Vanuatu, like many developing countries (6
), is experiencing a rapid increase in obesity with modernization. This is most evident in more economically developed regions such as suburban Efate. However, obesity represents an increasing concern for rural residents, especially in areas experiencing rapid cultural change such as Aneityum (rural with tourism). Prevalence of central obesity is particularly high among women, even in rural Ambae, where we might expect that largely traditional diets and lifestyles would result in low prevalence but where more than one-third of women have central obesity. These figures highlight the importance of assessing multiple indices of obesity in the population (20
). Estimates based on total body fat or abdominal fat could indicate increased risk in rural areas that might not be evident in analyses of BMI alone.
Our results suggest that increased animal protein intake is one behavioral contributor to increased obesity risk. The pattern of increased meat intake with economic development has been observed around the globe (4
). This often includes a heavier reliance on processed foods, such as tinned fish in our survey, which contributes independently to measures of obesity. We might expect similar risks associated with tinned meat intake, but tinned meat is more expensive and was thus consumed by relatively few participants in our survey (12
Both the nutrient content and the preparation methods of tinned fish likely contribute to its association with obesity. Tinned fish canned in oil or sauce has higher fat content than most types of fresh fish (21
). Furthermore, based on our observations, tinned fish and meat are often served with instant noodles and rice, whereas fresh fish and meat more often accompany dishes made with traditional root crops and vegetables, which are less calorie-dense by comparison. A heavy reliance on tinned fish in urban areas was noted during the first known nutrition survey conducted in Vanuatu in 1951 (22
), and has been observed in many areas of the Pacific (23
Our findings are similar to those of the Vanuatu Ministry of Health 1998 NCD survey, which highlighted associations among obesity and daily consumption of nontraditional fat sources (OR=2.19), including oil, margarine/butter, milk, fresh meat, poultry, tinned meat, and tinned fish (11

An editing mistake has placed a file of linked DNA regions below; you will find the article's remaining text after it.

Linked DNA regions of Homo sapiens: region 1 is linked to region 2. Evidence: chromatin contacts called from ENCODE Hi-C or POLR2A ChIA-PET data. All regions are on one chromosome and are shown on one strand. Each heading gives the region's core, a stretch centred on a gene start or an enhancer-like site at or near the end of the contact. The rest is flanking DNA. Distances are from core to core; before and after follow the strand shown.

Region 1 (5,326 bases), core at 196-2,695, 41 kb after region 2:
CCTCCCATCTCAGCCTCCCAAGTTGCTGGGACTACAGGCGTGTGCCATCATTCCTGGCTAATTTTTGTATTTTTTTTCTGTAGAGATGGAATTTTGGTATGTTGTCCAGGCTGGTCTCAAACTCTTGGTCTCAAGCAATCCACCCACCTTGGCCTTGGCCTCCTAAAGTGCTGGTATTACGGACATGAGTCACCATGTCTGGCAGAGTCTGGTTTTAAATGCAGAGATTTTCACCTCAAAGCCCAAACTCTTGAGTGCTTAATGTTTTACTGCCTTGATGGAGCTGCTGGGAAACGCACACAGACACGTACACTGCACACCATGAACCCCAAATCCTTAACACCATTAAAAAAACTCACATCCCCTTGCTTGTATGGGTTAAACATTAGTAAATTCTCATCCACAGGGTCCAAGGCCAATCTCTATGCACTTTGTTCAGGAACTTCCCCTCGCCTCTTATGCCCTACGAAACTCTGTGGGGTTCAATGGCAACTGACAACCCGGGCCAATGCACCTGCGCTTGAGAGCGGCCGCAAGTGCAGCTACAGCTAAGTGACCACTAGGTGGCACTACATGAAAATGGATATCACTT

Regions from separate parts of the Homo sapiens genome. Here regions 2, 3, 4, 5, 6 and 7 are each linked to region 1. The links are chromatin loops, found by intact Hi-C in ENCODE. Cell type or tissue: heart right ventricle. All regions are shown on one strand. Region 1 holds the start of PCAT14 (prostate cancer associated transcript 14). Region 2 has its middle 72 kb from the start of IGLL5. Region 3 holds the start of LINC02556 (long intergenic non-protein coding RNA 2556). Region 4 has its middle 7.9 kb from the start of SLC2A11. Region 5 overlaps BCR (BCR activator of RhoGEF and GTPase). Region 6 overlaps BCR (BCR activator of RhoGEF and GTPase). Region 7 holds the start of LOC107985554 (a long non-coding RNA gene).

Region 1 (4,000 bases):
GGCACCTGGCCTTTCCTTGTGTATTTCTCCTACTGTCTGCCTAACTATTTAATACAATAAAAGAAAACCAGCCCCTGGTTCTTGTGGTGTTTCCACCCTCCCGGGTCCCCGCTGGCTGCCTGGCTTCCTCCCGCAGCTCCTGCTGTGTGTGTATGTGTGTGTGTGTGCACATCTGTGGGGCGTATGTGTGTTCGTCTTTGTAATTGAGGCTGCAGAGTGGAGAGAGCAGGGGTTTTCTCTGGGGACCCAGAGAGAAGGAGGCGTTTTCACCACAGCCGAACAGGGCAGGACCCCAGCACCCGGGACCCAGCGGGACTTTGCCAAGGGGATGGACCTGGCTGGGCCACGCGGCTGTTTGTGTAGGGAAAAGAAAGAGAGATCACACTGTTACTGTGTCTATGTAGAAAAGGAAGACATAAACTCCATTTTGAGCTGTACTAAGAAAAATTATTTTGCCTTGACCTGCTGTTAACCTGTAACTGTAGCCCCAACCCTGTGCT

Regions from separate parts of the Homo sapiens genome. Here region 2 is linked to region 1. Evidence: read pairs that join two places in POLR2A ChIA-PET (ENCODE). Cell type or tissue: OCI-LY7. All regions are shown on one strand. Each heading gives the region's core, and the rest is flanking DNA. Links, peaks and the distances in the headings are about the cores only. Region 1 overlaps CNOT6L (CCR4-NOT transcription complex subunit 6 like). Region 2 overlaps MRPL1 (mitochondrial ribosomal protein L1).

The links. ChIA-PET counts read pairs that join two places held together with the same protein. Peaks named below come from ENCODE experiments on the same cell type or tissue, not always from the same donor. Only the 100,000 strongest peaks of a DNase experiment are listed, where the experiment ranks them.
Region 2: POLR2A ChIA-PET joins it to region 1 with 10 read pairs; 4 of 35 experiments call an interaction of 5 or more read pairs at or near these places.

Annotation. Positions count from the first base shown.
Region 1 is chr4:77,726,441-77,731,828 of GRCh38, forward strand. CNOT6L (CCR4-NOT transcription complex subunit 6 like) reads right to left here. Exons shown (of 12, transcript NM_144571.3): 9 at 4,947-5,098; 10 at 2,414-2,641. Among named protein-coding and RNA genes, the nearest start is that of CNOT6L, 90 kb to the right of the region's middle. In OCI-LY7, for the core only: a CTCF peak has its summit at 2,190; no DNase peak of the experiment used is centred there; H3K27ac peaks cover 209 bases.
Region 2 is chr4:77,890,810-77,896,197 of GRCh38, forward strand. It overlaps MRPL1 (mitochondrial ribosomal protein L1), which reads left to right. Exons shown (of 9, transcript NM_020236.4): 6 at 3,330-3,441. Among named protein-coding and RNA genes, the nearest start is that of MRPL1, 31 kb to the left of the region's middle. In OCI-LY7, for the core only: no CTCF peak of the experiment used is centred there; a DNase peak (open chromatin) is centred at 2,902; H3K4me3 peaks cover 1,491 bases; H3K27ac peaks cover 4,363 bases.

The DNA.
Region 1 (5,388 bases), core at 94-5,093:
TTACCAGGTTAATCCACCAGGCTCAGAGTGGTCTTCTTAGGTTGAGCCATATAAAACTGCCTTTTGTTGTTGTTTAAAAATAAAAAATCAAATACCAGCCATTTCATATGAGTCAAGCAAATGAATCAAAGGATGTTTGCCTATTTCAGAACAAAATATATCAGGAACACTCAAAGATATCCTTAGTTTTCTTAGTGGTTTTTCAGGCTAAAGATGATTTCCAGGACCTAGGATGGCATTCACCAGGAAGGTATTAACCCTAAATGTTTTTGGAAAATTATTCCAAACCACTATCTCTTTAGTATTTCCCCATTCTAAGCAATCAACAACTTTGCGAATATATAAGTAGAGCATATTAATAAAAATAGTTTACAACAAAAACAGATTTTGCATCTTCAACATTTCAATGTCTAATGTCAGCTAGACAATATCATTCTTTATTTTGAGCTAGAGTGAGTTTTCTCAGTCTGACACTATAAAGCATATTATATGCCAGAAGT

). However, our analyses suggest that tinned fish might contribute more to the risk of nontraditional fats compared to fresh meat (including poultry). In fact, including fresh meat in the nontraditional fats category might actually weaken the observed association, since this emerged as a protective factor in linear regression models, perhaps because fresh meat displaces other less healthy options in the diet. While fresh fish remains a major part of the diet in Vanuatu, it is not available in all areas and only seasonally in others. In this case, fresh meat might be a better dietary option than tinned fish.
Refined carbohydrates might also contribute to increased obesity risk. Packaged “2-minute” noodles are popular in Vanuatu and were associated with increased risk of obesity based on %BF among the whole sample, and with overweight/obesity based on BMI and obesity based on %BF among men. Nutrition education is not widespread in Vanuatu, so it is not commonly known how energy-dense and nutrient-poor these products are. They are chosen largely for their convenience (24
). Malcolm noted in 1952 that most people had little knowledge of the nutritional value of different classes of foods and recommended prioritizing nutrition education (22
). Those recommendations remain equally relevant today (26
Associations with physical activity variables were less robust in our analyses. Whereas we expected that spending more hours in sedentary recreation would be associated with increased risk, this actually emerged as a protective factor. We suspected that this might reflect higher levels of education among participants who spent more time in these forms of sedentary recreation: years of education was positively correlated with hours of TV/video/radio per week among both men and women [correlation 0.227 (p<0.001) and 0.181 (p=0.007), respectively], and these correlations remained significant even when controlling for age. However, years of education was not a significant predictor in any of our linear or logistic analyses. Nevertheless, participants who spend more time listening to TV and radio might receive more informal health education in the form of public health messages or popular opinions.
The 1998 Vanuatu NCD survey (11